Networking is one of the most successful ways to land a new job. In fact, some estimate that up to 70% of jobs are never posted and referrals make up 40% of all new job offers. It’s common to focus on LinkedIn when you’re trying to grow your network, but your other social media platforms can be just as valuable.
Putting the “network” back in social networking
Social media, at its heart, is all about connections. And that’s all networking is - making connections with other people to exchange ideas, share information and make introductions.
“Always start with who you already know: who already cares about you, who already knows what you know, who already knows the challenges you have and wants to help.” - Kelly Hoey, The Art of Networking
Successful networking starts with who you already know and you already may have family, friends and followers on social media. A few simple changes in how you use your current accounts can help you grow your network beyond just LinkedIn.
Start with a personal brand
Influencers aren’t the only ones with personal brands. Your personal brand represents who you are, your values and what you’d like to be known for. On social media, your personal brand anchors all your posts and the way you communicate. It’s what your social followers “know” you for.
Owning Your Personal Brand
Hoping to boost your personal brand on LinkedIn? Not sure where to start? Watch this session for top tips on developing and perfecting your personal brand.
A personal brand can be as simple as you’d like it to be. Even just updating your headshot, your tagline and planning a couple networking-related posts a week can help position you for success.
Selecting social networks
You may prefer to keep some of your networks personal and use them just to communicate with family and friends. That’s okay! Make these accounts private, but be aware that your name and headshot may still appear if an employer searches your name.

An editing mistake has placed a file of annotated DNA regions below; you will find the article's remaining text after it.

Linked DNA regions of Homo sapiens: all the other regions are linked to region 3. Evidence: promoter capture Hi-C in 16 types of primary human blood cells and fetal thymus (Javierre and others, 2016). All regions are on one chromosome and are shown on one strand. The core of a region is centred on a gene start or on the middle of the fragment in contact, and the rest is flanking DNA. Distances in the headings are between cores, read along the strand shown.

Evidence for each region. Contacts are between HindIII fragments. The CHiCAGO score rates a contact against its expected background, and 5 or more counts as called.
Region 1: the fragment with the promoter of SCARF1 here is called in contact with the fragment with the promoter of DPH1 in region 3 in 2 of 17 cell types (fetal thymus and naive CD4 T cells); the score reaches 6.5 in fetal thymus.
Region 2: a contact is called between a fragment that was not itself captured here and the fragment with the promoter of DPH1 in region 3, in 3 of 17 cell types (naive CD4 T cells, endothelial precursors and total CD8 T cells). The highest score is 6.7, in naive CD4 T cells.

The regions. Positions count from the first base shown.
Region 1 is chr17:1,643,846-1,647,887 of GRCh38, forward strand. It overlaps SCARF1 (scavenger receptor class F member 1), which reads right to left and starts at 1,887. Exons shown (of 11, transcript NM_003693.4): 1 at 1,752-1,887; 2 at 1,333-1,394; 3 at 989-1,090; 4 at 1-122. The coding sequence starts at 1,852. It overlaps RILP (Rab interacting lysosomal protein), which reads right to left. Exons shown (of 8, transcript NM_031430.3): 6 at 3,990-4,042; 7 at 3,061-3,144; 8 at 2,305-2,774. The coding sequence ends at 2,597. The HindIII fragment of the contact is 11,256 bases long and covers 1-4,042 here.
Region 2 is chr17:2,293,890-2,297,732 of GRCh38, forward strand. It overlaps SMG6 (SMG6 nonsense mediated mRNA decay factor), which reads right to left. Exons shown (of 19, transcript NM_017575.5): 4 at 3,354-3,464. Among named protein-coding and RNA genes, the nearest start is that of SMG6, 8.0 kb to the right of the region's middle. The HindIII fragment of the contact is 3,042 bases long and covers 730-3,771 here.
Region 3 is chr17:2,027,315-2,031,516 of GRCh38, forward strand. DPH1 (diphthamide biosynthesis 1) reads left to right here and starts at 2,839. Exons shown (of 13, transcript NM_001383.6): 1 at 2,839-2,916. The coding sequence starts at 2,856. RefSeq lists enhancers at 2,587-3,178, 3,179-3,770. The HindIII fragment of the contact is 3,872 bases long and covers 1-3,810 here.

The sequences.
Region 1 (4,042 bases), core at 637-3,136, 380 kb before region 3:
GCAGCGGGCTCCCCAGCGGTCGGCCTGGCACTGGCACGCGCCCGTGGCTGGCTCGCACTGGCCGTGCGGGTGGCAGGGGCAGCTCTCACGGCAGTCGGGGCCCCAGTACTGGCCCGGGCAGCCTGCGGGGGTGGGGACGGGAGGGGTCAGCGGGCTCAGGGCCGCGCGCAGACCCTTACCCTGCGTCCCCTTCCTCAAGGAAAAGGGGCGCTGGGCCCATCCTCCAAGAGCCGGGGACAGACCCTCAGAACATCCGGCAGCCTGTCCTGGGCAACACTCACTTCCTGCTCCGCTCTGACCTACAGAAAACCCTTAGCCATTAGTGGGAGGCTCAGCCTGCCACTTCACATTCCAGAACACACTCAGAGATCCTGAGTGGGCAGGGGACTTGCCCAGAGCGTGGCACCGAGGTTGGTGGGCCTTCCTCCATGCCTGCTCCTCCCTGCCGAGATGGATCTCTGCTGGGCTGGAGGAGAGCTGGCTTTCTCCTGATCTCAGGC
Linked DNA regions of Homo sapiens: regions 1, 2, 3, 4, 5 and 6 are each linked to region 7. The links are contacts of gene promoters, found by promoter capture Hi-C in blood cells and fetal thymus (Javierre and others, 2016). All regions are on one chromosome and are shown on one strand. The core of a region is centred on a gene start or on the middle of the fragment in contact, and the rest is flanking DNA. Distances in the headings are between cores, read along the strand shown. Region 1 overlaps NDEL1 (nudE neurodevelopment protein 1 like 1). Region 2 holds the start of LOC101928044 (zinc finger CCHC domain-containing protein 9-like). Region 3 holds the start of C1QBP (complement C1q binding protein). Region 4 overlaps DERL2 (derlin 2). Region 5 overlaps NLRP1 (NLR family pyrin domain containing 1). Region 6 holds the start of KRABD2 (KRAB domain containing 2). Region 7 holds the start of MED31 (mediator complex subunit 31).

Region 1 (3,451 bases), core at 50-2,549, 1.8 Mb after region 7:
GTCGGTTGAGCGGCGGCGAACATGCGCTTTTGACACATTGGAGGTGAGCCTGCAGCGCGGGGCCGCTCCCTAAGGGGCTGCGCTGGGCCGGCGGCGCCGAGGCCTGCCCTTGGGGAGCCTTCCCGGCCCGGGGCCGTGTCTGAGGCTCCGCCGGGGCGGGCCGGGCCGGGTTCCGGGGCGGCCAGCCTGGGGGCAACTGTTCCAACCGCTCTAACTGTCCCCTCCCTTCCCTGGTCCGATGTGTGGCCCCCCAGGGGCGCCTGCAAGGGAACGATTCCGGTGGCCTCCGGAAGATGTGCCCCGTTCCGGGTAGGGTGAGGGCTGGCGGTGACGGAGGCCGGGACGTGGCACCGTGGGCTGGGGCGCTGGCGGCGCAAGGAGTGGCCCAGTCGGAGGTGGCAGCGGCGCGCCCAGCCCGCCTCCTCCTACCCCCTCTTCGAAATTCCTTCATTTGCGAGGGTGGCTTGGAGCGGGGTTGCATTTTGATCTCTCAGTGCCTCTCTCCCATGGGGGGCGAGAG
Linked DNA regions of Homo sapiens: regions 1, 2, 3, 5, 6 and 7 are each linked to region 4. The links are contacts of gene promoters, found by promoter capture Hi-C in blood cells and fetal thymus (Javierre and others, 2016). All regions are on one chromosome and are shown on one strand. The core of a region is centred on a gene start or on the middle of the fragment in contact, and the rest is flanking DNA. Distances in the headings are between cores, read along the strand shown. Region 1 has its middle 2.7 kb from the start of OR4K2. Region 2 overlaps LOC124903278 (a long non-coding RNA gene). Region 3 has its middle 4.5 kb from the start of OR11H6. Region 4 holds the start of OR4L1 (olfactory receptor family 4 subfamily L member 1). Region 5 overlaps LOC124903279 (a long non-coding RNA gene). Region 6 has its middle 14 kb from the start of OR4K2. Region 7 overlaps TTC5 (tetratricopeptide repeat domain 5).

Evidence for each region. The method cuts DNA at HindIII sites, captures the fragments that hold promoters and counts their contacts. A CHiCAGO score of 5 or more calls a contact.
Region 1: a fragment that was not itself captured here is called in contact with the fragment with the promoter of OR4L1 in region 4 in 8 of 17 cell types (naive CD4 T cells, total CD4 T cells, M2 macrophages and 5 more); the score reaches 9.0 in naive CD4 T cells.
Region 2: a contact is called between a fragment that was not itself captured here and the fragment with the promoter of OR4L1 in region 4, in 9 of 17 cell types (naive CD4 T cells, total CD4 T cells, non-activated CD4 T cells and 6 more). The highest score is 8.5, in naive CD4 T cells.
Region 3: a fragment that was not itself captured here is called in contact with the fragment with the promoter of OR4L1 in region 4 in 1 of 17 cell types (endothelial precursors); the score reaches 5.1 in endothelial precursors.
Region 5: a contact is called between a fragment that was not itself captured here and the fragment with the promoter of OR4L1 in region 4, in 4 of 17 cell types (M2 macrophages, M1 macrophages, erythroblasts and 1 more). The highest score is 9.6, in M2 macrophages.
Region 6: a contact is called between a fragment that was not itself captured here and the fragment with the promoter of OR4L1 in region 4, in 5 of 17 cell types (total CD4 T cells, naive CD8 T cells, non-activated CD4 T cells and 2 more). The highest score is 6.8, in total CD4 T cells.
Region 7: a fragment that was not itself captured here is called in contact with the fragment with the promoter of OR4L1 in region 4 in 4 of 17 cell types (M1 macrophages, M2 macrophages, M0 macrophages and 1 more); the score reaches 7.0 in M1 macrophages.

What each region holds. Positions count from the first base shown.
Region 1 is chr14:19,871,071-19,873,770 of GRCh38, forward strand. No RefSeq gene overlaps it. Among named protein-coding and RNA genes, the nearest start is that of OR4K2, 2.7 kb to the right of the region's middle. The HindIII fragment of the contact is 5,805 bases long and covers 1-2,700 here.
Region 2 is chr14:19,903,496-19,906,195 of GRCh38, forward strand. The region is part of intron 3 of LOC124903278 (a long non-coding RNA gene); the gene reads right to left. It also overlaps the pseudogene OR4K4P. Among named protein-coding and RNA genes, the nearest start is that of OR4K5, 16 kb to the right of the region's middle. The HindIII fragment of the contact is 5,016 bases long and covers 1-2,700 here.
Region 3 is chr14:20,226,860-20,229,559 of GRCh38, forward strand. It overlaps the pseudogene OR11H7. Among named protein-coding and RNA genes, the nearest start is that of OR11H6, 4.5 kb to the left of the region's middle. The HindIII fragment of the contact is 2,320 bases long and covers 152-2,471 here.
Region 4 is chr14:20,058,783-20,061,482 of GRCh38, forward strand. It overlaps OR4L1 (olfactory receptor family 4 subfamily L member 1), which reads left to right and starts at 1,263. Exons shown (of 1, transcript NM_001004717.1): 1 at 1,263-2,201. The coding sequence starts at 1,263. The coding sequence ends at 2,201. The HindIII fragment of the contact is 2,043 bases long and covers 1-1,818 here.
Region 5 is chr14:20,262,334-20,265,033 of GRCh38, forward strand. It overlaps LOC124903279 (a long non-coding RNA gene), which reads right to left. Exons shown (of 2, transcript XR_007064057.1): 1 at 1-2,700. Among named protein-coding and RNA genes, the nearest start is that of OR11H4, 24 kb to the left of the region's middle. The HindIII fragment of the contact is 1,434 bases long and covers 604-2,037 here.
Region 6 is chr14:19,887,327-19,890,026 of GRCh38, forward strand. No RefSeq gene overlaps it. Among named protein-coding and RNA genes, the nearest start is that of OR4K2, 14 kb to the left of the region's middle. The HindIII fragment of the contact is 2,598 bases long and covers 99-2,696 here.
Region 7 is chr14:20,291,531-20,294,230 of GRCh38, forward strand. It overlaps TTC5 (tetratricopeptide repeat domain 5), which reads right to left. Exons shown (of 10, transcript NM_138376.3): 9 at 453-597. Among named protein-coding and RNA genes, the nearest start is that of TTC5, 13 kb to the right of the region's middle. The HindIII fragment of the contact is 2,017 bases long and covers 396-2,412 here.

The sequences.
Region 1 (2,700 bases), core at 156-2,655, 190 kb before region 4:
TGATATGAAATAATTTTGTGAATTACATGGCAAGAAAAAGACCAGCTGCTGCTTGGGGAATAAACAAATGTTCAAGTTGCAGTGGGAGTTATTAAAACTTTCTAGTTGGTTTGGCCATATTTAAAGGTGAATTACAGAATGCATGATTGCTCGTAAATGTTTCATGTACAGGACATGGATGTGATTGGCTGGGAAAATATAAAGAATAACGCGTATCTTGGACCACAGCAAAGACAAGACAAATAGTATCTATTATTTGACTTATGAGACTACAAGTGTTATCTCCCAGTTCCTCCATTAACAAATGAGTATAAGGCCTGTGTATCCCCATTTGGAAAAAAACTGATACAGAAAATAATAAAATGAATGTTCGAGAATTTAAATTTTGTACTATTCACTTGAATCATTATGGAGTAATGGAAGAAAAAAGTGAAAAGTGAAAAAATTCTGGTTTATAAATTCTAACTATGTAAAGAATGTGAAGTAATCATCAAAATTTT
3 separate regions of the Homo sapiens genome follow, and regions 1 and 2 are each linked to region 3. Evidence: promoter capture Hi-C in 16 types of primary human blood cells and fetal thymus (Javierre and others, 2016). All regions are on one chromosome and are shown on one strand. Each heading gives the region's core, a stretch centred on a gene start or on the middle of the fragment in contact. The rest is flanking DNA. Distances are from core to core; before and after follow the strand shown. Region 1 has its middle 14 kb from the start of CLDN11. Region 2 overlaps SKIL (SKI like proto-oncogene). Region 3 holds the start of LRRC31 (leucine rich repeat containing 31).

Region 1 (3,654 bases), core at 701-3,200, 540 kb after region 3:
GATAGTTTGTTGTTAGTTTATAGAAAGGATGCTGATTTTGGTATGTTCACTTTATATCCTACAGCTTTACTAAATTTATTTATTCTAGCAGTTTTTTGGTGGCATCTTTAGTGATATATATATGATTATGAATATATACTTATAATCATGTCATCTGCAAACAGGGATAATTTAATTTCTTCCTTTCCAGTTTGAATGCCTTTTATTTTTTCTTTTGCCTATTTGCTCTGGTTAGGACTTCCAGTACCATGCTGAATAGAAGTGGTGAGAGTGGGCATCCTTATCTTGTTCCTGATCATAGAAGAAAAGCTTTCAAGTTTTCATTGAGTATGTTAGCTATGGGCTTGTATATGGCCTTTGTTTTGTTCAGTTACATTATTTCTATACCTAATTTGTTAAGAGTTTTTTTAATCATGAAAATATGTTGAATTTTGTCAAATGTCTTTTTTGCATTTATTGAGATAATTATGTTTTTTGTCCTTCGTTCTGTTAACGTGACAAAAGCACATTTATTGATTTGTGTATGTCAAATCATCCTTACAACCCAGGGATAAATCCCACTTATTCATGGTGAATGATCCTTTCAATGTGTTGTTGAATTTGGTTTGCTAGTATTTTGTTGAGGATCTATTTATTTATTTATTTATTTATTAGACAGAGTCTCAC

Start by using LinkedIn and one other social account to grow your network. Depending on your industry and profession, some social networks may be better for networking than others.
Facebook and Twitter are great places to share news, updates and links to articles. Instagram and Pinterest are more visual platforms and your posts should be well designed.
Expanding your network on different social media platforms
- Facebook: Facebook Groups are a great way to meet new people with common interests.
- Twitter: Twitter is fast-paced, and it’s a little harder to make deep connections with people. Use the Advanced Search tools to find specific people with common interests or careers that might be helpful in your job search.
- Instagram: Searching hashtags is a great way to find new people to follow. Using these hashtags in your own posts, too, increases the visibility of your account.
- Pinterest: Pin content that’s related to your industry (trends, news, hacks) and as others re-pin these posts, your following will increase.
Three ways to expand your network using social media
These three activities will help you grow your network, no matter which social media platform you choose to focus on.
1. Make new connections
Look for people who are well respected in your industry, and don’t focus just on their following size. People with smaller followings are more likely to respond to messages and comments. When you click follow, the platform will show you other similar accounts you may like to follow, too. This is a good way to find new connections.
2.Create new content
Sharing content helps you grow your personal brand. It also gives others a reason to follow you. Think about what you’d like to be known for, and then share posts and links that support that.
All social platforms favor engagement. If you engage with other content, your own content will be shown to more people. Respond to comments and messages and like and comment thoughtfully on other people’s posts.
Making it personal
Ready to connect personally with one of the accounts you’ve been following? Unlike a traditional “cold call,” if you’ve been engaging with their content consistently for a few weeks, chances are good they’ll recognize your name when you reach out. Whether it’s for advice or an introduction, keep your message short and specific.
📖 Read more: An Etiquette Guide to Cold Reach-Outs
A little goes a long way
It’s easy to put networking on the back burner when you’re not searching for a job. Using some of your screen time each day to nurture your professional network makes it easier to ramp things up when you do need to make a career change. Continue engaging with other people’s content and sharing your own. You may even find out about a great job before it’s shared publicly.
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